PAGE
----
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Book Review of Chalice

Author: Robin McKinley
Genre: Children's Books
Book Type: Hardcover
PhoenixFalls avatar reviewed on + 185 more book reviews
Helpful Score: 4

Through the first three quarters of this novel, I was very much enjoying it. It seemed a curious throwback in McKinley's cannon, more akin to The Hero and the Crown than more recent works like Sunshine or Dragonhaven. It was again in a sort of distant third-person limited replete with lyrical imagery, and very much like The Hero and the Crown it completely ignored the convention of telling its story linearly. It was also set in a beautiful imaginary world that felt small but deep -- geographically it covered maybe 50 square miles (minuscule for a fantasy novel) but it felt like there was history there going back hundreds of years.

I loved the political system McKinley imagined, magically tied to the land and thus chosen by the land itself. Again very much like The Hero and the Crown, very little about the setting is ever spelled out for the reader: we see the role of the Chalice because Mirasol spends the novel trying to embody it, but the Master, the Grand Seneschal, and the rest of the circle are left in shadow. All we know about them is what we are able to glean from the corner of our eyes and our common sense knowledge of language (the titles are, after all, descriptive). I found this refreshing; it's wearying at times to read modern fantasy novels that spend page after page lovingly detailing their world but without actually using that world in their plot. None of the Circle had a major role, so giving the reader a prosaic job description for each of them would have broken the point of view (Mirasol knows what they do, so she doesn't need to think about their day to day tasks at any point) and would therefore have been pure indulgence on the author's part (a way of saying "look at what I made!").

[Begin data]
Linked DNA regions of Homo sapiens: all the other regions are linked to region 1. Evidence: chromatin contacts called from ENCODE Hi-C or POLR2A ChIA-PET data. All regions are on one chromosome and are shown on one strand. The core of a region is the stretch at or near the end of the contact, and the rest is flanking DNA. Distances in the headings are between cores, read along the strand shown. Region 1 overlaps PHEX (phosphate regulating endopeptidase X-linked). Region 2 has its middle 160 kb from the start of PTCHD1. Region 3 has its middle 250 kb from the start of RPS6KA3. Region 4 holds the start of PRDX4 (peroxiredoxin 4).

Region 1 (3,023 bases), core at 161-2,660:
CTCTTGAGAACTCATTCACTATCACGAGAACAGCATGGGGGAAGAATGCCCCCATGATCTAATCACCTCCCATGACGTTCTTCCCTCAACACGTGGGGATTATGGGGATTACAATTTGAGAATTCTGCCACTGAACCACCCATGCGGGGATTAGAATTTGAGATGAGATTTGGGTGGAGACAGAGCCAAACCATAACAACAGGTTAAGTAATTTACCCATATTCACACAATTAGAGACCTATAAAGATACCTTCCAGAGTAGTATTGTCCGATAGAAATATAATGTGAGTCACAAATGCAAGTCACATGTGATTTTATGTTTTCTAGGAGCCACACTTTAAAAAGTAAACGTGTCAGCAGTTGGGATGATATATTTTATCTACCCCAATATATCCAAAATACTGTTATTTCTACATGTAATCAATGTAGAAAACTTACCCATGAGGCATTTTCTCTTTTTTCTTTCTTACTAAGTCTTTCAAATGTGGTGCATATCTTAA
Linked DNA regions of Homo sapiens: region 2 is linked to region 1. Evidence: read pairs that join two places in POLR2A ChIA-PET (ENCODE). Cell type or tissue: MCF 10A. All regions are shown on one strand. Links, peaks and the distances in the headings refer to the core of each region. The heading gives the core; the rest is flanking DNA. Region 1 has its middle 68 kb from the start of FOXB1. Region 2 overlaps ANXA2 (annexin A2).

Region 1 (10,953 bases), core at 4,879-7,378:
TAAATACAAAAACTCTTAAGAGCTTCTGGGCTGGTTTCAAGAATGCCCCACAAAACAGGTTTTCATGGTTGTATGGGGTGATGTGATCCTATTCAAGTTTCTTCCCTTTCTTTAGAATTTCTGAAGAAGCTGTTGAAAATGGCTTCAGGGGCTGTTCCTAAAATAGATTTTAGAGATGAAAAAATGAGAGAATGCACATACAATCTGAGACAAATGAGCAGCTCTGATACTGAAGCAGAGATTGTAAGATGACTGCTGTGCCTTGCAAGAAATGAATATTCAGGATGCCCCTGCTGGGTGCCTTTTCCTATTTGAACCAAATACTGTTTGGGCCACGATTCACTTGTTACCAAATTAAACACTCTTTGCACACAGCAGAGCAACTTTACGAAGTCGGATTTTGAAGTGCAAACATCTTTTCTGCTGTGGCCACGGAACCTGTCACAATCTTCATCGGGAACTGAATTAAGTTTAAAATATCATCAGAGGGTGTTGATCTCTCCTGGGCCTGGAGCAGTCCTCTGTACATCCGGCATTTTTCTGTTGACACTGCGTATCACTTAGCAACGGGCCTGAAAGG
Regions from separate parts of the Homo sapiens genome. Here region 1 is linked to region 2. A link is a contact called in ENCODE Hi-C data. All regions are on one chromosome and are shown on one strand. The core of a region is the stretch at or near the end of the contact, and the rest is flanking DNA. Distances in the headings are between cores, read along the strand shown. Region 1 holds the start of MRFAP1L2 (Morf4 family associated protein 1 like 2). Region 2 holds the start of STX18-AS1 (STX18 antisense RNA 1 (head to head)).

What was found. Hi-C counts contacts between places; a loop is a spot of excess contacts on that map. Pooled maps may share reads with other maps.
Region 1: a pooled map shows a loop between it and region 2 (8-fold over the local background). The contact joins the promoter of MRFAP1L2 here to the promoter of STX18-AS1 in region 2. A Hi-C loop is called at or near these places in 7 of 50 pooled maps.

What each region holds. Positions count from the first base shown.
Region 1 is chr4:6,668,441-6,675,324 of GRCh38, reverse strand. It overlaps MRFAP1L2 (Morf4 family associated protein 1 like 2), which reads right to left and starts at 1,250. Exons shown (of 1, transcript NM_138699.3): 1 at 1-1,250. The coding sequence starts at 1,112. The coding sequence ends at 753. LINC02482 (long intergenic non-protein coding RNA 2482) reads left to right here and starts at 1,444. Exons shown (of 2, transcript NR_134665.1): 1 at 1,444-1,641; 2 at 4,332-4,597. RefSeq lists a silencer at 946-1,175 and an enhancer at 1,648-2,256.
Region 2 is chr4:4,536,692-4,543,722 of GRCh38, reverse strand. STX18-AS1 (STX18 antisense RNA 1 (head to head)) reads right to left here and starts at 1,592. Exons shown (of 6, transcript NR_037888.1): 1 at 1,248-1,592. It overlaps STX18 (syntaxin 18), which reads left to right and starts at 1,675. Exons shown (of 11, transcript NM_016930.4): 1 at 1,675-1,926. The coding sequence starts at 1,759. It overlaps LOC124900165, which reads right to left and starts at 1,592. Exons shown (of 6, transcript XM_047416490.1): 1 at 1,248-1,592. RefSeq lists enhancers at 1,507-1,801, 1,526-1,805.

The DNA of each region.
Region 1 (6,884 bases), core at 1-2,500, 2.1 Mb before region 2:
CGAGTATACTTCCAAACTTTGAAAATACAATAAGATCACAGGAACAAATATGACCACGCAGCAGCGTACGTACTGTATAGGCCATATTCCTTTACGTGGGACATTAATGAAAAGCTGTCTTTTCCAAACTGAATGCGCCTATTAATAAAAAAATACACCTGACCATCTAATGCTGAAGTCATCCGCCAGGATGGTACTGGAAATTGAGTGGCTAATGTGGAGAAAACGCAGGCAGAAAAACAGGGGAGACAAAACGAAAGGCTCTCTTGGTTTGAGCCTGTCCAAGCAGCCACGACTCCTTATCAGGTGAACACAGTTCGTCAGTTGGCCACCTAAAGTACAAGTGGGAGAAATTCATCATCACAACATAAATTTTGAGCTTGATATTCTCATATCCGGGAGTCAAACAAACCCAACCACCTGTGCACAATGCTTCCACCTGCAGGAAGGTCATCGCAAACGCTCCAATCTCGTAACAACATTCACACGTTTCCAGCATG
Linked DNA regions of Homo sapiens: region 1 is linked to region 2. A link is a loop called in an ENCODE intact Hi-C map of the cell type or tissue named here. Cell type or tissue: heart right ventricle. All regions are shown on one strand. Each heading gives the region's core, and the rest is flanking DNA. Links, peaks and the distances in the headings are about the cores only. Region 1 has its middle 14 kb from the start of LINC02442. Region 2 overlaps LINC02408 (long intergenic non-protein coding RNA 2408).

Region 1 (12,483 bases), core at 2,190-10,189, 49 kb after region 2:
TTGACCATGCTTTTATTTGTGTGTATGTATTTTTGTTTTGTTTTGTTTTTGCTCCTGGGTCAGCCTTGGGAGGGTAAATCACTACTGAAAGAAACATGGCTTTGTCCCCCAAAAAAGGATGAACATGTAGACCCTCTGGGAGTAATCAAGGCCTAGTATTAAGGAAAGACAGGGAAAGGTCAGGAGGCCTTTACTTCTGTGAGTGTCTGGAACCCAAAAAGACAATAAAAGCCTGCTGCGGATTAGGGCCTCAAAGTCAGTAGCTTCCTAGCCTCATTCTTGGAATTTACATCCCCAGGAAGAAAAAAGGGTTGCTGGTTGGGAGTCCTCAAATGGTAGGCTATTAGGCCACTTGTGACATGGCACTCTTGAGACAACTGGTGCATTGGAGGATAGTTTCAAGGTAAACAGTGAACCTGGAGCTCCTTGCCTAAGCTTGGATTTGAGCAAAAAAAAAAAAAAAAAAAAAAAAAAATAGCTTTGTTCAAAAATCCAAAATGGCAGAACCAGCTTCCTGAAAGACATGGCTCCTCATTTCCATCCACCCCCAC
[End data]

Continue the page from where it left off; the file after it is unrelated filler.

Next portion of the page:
And of course, like all McKinley novels, it is a Beauty and the Beast tale.

Unfortunately, while in The Hero and the Crown all the digressions and flashbacks subtly build to a climax that is moving and wondrous, in Chalice the ending feels abrupt, almost anti-climactic. Just as we are fitting the characters into their world and feeling the tension starting to rise toward some final showdown, the showdown is over and we are given a happily ever after that doesn't feel deserved. Mirasol never has to make a hard choice like Aerin does, her beast is magically transformed back to a man, and we are left saying "huh?" It really feels as though McKinley simply didn't know how to end her story, so she pasted some images together and sent it off to her publisher.

Still, none of McKinley's writing is ever unpleasant to read, and even if the ending fell flat, the rest of the novel was very much McKinley in top form. Like all McKinley novels it also leaves the reader wanting a sequel, wanting many sequels really, so we can peer longer into all the delightful little corners we glimpsed here. A sequel is highly unlikely, given McKinley's track record, but that craving indicates how good a writer she is, even when the novel isn't her best.